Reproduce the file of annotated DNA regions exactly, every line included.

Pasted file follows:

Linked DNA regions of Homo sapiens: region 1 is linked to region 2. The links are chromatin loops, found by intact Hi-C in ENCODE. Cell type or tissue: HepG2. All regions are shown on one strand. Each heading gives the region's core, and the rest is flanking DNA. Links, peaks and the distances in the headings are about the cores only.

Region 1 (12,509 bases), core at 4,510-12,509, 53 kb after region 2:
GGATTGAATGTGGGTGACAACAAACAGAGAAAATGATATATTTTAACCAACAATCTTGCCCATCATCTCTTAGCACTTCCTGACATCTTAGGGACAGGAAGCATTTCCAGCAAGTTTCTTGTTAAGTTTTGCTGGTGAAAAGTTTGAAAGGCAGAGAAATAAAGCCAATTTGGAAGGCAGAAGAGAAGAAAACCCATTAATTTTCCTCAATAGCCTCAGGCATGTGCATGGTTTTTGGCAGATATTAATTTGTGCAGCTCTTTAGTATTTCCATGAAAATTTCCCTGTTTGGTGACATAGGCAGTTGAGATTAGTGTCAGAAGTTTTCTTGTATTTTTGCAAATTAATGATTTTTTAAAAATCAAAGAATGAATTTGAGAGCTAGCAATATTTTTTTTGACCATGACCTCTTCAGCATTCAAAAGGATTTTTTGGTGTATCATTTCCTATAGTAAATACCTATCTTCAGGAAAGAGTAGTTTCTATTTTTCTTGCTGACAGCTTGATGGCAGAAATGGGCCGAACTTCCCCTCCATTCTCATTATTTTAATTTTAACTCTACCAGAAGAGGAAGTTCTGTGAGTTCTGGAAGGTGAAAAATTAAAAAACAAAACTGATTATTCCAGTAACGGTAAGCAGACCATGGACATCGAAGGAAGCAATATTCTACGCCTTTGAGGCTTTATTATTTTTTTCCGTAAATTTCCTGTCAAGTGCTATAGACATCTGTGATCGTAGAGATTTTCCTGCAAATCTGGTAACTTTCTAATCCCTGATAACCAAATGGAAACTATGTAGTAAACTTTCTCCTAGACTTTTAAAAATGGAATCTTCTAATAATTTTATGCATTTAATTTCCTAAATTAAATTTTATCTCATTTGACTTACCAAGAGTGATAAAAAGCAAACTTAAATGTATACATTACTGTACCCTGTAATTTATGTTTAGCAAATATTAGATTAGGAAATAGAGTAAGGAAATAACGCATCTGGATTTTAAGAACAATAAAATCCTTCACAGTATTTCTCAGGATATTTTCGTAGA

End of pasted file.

Linked DNA regions of Homo sapiens: region 1 is linked to region 2. The links are chromatin loops, found by intact Hi-C in ENCODE. Cell type or tissue: HepG2. All regions are shown on one strand. Each heading gives the region's core, and the rest is flanking DNA. Links, peaks and the distances in the headings are about the cores only.

Region 1 (12,509 bases), core at 4,510-12,509, 53 kb after region 2:
GGATTGAATGTGGGTGACAACAAACAGAGAAAATGATATATTTTAACCAACAATCTTGCCCATCATCTCTTAGCACTTCCTGACATCTTAGGGACAGGAAGCATTTCCAGCAAGTTTCTTGTTAAGTTTTGCTGGTGAAAAGTTTGAAAGGCAGAGAAATAAAGCCAATTTGGAAGGCAGAAGAGAAGAAAACCCATTAATTTTCCTCAATAGCCTCAGGCATGTGCATGGTTTTTGGCAGATATTAATTTGTGCAGCTCTTTAGTATTTCCATGAAAATTTCCCTGTTTGGTGACATAGGCAGTTGAGATTAGTGTCAGAAGTTTTCTTGTATTTTTGCAAATTAATGATTTTTTAAAAATCAAAGAATGAATTTGAGAGCTAGCAATATTTTTTTTGACCATGACCTCTTCAGCATTCAAAAGGATTTTTTGGTGTATCATTTCCTATAGTAAATACCTATCTTCAGGAAAGAGTAGTTTCTATTTTTCTTGCTGACAGCTTGATGGCAGAAATGGGCCGAACTTCCCCTCCATTCTCATTATTTTAATTTTAACTCTACCAGAAGAGGAAGTTCTGTGAGTTCTGGAAGGTGAAAAATTAAAAAACAAAACTGATTATTCCAGTAACGGTAAGCAGACCATGGACATCGAAGGAAGCAATATTCTACGCCTTTGAGGCTTTATTATTTTTTTCCGTAAATTTCCTGTCAAGTGCTATAGACATCTGTGATCGTAGAGATTTTCCTGCAAATCTGGTAACTTTCTAATCCCTGATAACCAAATGGAAACTATGTAGTAAACTTTCTCCTAGACTTTTAAAAATGGAATCTTCTAATAATTTTATGCATTTAATTTCCTAAATTAAATTTTATCTCATTTGACTTACCAAGAGTGATAAAAAGCAAACTTAAATGTATACATTACTGTACCCTGTAATTTATGTTTAGCAAATATTAGATTAGGAAATAGAGTAAGGAAATAACGCATCTGGATTTTAAGAACAATAAAATCCTTCACAGTATTTCTCAGGATATTTTCGTAGA